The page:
Behind the scenes: Lighting set-ups[wptouch target=”mobile”]
Have you ever wondered about how the photographs in the magazine were created? Have you ever cried, “Photoshop!” after seeing an unreal looking photograph? Well, to get a better idea of how some of the images are created, here are a couple behind the scenes shots of my most recent shooting set-ups.
So not all shooting requires flashes, but in darker times it helps to have flashes. Sometimes I like to have a two flash set-up: a fill and a rim light. But, when I wanna get really fancy I create it a 3 point lighting set-up. Modifying the light is pretty important, especially in studio shoots.
Recently, I had to shoot box loads of product for a section in the magazine called Fresh Produce. I don’t have access to a photo studio, nor did I want a studio look for this section. Instead, I shot all of it in my own house, with flashes and DIY gobos, snoots, reflectors, and one really nice soft box. I shoot with a Canon 7D and a 16-35mm F2.8 and used one Alien Bee 1600,one Alien Bee 800, and one Canon Speedlite 580EX. I use Pocket Wizard Plus II’s to fire the flashes via radio waves. Camera equipment gets to be pretty expensive, so making the best of what you have until you can get better equipment is important. I hope this gives you a little bit of insight into my shooting technique.
In both shots, I used the exposure of 1/250 sec at F10 using ISO 100 and a focal length of 35mm. Shooting at 35mm on the 7D sensor crops to look similar to 50mm, which is close to how the eye sees.[sam id=”8″ codes=”true”]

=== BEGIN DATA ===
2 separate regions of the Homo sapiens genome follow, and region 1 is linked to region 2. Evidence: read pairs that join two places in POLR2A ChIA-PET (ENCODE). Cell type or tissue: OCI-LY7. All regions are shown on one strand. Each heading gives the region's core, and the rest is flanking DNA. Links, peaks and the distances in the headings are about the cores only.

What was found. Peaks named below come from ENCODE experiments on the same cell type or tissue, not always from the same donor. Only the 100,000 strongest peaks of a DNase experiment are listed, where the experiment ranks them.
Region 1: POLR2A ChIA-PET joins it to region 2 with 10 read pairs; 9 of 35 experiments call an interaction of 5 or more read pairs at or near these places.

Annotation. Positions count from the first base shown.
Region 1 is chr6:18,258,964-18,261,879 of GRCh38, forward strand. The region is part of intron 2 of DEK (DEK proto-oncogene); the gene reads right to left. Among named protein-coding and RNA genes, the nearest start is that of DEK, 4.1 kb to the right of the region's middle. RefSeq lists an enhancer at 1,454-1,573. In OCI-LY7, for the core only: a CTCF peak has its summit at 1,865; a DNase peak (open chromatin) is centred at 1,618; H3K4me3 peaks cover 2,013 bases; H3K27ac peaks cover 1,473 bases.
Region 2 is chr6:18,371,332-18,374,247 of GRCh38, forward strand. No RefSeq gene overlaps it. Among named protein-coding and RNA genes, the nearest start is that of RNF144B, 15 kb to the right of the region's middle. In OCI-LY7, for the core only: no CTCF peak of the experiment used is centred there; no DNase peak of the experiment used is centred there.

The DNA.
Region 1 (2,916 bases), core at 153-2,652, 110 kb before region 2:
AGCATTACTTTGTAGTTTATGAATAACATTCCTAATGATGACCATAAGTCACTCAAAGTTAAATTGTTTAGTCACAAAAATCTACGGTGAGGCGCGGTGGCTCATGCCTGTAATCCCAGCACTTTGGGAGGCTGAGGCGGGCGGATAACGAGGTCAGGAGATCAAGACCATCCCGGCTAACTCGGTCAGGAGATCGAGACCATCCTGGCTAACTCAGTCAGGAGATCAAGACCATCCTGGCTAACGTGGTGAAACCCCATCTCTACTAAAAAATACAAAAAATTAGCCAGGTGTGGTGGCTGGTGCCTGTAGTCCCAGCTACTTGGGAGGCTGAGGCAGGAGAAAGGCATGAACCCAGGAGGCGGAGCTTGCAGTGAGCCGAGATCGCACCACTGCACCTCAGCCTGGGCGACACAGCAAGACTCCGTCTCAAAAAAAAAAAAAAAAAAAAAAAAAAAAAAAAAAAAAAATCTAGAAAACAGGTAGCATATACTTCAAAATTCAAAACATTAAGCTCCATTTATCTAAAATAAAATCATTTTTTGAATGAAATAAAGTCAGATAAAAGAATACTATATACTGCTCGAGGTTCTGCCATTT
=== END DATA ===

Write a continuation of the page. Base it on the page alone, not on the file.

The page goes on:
Note my ghetto gear set-up. In the shot above, you can see the cardboard blocking extra light from the pink flash. There is a makeshift softener on the speed light, tissue paper duct taped to the flash. On the far right is the fanciest of my equipment, the octobox softbox.
Check out the next issue of the magazine for more fresh gear to be featured in Fresh Produce.
I also wanted to show you a behind the scenes look at a shot that was recently in the 2012 Photo Annual. The pathway is in Happy Valley, OR and I shot it while Patrick Switzer was in town late last year, staying at Alex Tongue’s house. It’s a similar set-up of lights, except this time it’s just one Alien Bee 800 with no light modifier, and two Canon Speedlite 580’s. I shot it at ISO 250 with my Tokina 11-16mm (which I don’t really like). I exposed it at 1/250th of a sec at F6.3 and had the flashes on full power. Even at 1/250th of a sec and flashes there is a little bit of motion blur, so I usually pan with the subject for the most clear images.
Well, I hope this helps inspire some of you shooters out there. Keep shooting, riding, and having fun.[sam id=”9″ codes=”true”]